Engaging with the various literature and discussions pertaining to theories of consciousness, it seems to me that there is a sense in which proponents and opponents of physicalism appear to be talking past each other. It appears to me that this issue stems from a mischaracterisation of the philosophy of physicalism. It would appear that there is a tendency to conflate the philosophical position of physicalism with that of sciencism*. While I’m inclined to think that this issue originated with proponents of physicalism and their disposition towards physical science, it is one that is undoubtedly perpetuated in the philosophical literature. This conflation of the two positions, I would argue, leads some philosophers to incorrectly dismiss physicalism while dismissing sciencism. The physicalist baby gets thrown out with the sciencist bathwater, so to speak.
To clarify the two distinct but related philosophical positions:
Physicalism is the thesis that everything is physical. The general idea is that the nature of the actual world (i.e. the universe and everything in it) conforms to a certain condition, the condition of being physical…. Physicalism is sometimes known as ‘materialism’. Indeed, on one strand to contemporary usage, the terms ‘physicalism’ and ‘materialism’ are interchangeable. (Stanford Encyclopedia of Philosophy).
Sciencism is the belief that the methods of natural science, or the categories and things recognized in natural science, form the only proper elements in any philosophical or other inquiry (The Oxford Dictionary of Philosophy); that science and only science describes the world as it is in itself, independent of perspective (Hilary Putnam).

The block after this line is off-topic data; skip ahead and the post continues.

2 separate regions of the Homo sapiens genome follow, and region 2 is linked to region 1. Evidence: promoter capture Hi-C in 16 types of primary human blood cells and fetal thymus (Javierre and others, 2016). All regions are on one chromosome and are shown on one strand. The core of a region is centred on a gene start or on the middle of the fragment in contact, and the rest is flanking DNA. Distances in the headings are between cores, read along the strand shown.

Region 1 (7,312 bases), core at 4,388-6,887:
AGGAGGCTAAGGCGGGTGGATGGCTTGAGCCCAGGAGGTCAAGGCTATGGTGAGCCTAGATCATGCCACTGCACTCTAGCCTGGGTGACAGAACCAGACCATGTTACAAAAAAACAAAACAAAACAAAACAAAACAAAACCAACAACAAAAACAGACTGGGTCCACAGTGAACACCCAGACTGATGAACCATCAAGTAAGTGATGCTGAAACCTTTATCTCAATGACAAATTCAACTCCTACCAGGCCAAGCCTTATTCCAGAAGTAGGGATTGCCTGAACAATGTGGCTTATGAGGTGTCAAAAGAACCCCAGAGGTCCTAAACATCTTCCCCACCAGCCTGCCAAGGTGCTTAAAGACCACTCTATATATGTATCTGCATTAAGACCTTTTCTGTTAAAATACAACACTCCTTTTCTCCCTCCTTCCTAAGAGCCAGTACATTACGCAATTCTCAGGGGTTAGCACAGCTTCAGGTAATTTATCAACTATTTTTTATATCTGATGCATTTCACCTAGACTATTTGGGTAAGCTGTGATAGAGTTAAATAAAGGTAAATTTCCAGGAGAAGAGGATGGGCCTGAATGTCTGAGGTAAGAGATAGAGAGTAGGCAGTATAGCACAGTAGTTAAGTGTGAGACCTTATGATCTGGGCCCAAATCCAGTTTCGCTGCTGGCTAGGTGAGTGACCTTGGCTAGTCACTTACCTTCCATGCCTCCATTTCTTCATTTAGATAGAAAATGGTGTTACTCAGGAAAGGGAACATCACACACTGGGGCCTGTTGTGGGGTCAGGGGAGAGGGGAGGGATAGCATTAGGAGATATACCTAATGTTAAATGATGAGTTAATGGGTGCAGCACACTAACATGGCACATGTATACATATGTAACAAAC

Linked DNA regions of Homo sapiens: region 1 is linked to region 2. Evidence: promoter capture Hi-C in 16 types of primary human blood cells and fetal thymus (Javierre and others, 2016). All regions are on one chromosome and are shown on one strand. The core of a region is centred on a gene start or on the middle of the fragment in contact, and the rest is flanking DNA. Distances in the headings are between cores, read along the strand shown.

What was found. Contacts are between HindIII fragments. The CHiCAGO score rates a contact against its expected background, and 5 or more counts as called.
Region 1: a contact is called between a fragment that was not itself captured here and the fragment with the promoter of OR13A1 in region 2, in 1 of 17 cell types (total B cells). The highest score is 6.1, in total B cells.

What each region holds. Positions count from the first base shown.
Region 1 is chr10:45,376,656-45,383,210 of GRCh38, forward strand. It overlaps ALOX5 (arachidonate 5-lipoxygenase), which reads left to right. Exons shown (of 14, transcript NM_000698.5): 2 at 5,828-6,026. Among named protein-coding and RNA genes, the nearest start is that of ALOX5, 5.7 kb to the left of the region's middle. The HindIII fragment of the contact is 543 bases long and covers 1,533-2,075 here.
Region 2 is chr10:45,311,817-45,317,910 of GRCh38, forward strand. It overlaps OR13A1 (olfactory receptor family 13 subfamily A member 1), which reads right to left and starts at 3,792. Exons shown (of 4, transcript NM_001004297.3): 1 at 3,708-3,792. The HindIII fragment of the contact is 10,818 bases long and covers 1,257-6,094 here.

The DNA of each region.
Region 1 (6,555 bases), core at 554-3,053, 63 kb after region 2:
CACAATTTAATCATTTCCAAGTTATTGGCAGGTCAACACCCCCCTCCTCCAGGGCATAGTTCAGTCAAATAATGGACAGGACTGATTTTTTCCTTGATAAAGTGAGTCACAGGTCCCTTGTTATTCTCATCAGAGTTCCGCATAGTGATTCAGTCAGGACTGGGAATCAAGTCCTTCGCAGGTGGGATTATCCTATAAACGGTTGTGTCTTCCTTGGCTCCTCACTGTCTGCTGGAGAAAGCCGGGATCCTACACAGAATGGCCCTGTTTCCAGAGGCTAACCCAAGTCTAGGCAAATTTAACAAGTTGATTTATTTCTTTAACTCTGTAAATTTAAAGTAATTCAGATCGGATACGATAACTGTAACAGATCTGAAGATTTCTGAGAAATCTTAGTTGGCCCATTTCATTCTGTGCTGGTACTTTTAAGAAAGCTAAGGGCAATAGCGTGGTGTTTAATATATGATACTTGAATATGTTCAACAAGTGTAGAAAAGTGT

Essentially, physicalism says that everything that exists is physical or material, while sciencism says that everything that exists can be captured in the language and equations of the physical sciences (physics, biology, chemistry, etc.). While the two are very intimately related – proponents of one almost invariably tend to be proponents of the other – there is a key distinction, namely, physicalism can be true even if sciencism is not.
*I use the term sciencism here instead of the more conventional “scientism” so that distinction can be made between sciencists and scientists.
While the conflation of these two distinct philosophical positions may have its origins in the distant past, for the purposes of our discussion here we only need to consider it from its more recent history and its impact on the formulation of what’s known as the hard problem of consciousness. A more contemporary example of where these positions are conflated is in Frank Jackson’s 1982 article, Epiphenomenal Qualia for the periodical The Philosophical Quarterly.
Jackson says that physicalism is not the noncontroversial thesis that the actual world is largely physical, but that it is entirely physical. This is in keeping with our definition above. He goes on to say that physicalists must hold that complete physical knowledge is complete knowledge simpliciter. This appears to be a reasonable proposition until we consider what Jackson means by “complete physical knowledge”. It is here that we see the inadvertent bait and switch. I say inadvertent because I don’t attribute the origins of this misstep to Jackson himself or other philosophers, rather to physicalists themselves.
Earlier in the paper Jackson says, the physical sciences have provided a great deal of information about the world we live in and about ourselves. He uses the label ‘physical information’ for this kind of information, and also for information that automatically comes along with it. He goes onto imply that the thesis of Physicalism [is] that all (correct) information is [the aforementioned] physical information.